The job market is tight and it is tough enough to get an interview, let alone to get past the interview process. All the other applicants have similar education and qualifications and you just don’t stand out. Employers are asking for experience that you can’t get when you aren’t working, and although you have some education and/or related experience, it doesn’t seem to be enough to capture their interest.
Money is running low, time is running out, and it’s time to get a survival job: a job to pay the bills while you keep looking for a job that is in your career field. That’s all a Survival Job is for, isn’t it?
Actually, with a little research and planning, even a survival job can boost your resume, enhance necessary skills, and make you more employable in your field! Investigate your field and find out which skills are in high demand. This can be done through researching the National Occupation Classification, doing informational interviews and even by requesting feedback from interviewers who did not hire you. While you learn theories and gain basic skills in school, first hand knowledge and application based skills are going to make you stand out from other applicants.
Would “A thorough understanding of factors that affect consumer buying decisions at the point of sale in the …industry” or “Comprehensive knowledge of seasonal buying patterns of … industry customers in the local region” make you a better purchaser, product designer, business executive or advertiser? How about “A proven ability to capture customer attention through creative product displays, coupled with the strategic use of colour and lighting”? If these are skills that you have found employers are looking for in your field, you might want to consider looking at retail positions that are directly related to your industry.
Someone who “Views all feedback, including rejection, as an opportunity to learn, and actively develop new techniques and approaches that result in increased positive outcomes from employee/client and employee/employee interactions” would certainly be useful on a Sales, Human Resources, Management, or Promotional team, and would perform well in most positions. If you want to develop this skill, a job doing door-to-door, telephone, or other direct sales might just be for you.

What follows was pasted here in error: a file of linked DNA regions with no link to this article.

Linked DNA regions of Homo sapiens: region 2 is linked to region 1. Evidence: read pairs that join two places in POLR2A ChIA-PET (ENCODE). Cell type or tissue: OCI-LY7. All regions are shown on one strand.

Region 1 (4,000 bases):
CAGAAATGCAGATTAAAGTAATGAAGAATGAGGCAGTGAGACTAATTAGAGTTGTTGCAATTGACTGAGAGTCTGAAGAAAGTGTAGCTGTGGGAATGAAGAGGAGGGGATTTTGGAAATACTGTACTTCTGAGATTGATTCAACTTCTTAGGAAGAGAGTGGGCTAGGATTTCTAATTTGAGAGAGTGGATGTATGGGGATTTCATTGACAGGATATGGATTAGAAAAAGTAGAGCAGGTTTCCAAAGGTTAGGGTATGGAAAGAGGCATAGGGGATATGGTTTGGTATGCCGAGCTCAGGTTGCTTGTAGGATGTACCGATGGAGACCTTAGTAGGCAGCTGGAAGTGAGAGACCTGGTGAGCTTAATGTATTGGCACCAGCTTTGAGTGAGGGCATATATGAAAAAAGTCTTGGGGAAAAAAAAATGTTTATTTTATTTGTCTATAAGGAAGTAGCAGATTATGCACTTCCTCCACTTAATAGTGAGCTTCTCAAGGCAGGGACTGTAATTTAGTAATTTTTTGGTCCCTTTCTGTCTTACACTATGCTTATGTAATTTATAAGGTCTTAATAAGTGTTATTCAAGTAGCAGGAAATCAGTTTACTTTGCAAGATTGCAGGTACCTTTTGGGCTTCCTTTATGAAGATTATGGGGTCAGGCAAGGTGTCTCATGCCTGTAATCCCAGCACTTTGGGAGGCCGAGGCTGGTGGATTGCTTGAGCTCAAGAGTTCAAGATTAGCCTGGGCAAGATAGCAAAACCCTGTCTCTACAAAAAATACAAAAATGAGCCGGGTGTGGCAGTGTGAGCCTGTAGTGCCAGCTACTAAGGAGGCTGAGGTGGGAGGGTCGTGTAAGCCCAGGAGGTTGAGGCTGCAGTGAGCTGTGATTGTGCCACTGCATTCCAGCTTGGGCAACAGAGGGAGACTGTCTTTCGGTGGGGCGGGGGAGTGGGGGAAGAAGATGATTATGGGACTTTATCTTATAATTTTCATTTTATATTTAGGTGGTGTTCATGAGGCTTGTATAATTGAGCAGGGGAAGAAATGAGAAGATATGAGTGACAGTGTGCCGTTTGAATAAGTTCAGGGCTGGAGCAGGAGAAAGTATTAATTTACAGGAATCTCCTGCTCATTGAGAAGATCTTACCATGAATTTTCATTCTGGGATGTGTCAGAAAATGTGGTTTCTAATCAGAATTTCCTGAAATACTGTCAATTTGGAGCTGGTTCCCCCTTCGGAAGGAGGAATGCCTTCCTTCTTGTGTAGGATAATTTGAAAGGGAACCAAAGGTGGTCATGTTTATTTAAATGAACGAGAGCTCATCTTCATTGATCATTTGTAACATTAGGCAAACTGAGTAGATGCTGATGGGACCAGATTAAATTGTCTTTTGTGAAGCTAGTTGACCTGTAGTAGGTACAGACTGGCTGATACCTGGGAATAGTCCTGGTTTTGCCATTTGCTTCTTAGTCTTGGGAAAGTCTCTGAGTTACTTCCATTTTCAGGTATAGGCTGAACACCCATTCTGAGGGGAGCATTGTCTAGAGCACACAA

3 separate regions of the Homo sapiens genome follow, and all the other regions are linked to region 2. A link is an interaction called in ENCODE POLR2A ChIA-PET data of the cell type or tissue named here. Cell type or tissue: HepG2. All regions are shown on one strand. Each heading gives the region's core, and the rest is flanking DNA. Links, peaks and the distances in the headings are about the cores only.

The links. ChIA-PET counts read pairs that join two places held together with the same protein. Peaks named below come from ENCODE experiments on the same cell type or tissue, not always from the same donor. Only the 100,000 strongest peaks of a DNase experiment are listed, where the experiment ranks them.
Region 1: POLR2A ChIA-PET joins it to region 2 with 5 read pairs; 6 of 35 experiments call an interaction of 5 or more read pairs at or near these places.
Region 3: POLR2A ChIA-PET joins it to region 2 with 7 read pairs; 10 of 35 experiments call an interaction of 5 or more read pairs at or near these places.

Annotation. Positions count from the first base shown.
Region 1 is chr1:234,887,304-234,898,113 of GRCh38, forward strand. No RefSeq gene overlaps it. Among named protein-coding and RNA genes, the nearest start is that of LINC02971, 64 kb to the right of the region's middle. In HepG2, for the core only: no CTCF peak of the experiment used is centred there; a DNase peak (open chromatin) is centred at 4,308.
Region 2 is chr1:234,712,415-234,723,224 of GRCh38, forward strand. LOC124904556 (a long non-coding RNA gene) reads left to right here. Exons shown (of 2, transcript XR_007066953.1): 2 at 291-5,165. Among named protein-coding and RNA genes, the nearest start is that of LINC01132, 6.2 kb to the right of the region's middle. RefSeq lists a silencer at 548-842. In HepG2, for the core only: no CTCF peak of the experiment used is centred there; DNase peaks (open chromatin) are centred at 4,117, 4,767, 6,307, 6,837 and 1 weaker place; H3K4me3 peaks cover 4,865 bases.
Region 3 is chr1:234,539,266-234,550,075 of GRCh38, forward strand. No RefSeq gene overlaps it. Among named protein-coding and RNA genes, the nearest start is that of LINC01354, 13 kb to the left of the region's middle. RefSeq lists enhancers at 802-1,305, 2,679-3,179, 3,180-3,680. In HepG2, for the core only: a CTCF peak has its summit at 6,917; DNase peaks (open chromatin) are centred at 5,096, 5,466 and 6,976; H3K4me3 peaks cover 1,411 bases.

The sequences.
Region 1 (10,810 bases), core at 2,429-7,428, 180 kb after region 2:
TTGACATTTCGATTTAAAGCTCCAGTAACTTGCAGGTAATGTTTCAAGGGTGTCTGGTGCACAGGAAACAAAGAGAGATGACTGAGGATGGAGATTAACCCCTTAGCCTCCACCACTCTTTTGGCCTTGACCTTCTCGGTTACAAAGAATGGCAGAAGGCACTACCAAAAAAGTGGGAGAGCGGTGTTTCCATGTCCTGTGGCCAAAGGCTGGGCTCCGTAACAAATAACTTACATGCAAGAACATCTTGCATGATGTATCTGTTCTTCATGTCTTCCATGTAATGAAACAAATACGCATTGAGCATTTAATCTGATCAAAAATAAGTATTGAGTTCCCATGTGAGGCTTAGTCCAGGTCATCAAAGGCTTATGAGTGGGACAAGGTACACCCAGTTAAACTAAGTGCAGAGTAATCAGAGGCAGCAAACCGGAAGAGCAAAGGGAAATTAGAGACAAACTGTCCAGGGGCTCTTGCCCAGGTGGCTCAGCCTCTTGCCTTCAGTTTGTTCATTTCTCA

Employers in most fields are looking for someone who is “Skilled at calmly and effectively handling rapidly changing priorities in high pressure situations while maintaining clear, professional communication with both colleagues and clients” or has “Successfully demonstrated ability to obtain and retain product information in order to assist customers with needs determination and product selection”? Both of these skills can be highly developed as a waiter/waitress and in other customer service industries.
These are just a few examples of how a Survival Job might enhance your employability in your desired field. Of course, simply doing the job won’t give you the required skills. You have to be focused at developing your skills; by learning from, or even outperforming others who have chosen that job as a career. In addition to developing and demonstrating certain skills, performing well can result in advancement opportunities within a company or organization, and provide you with an excellent reference for future job searches.
In other words, you could go from surviving to thriving, with a little research, smart planning and the passion to excel at all aspects of your career. Remember, today is the day we use to create our tomorrow. Where do you want to be tomorrow, and what can you do today to get there?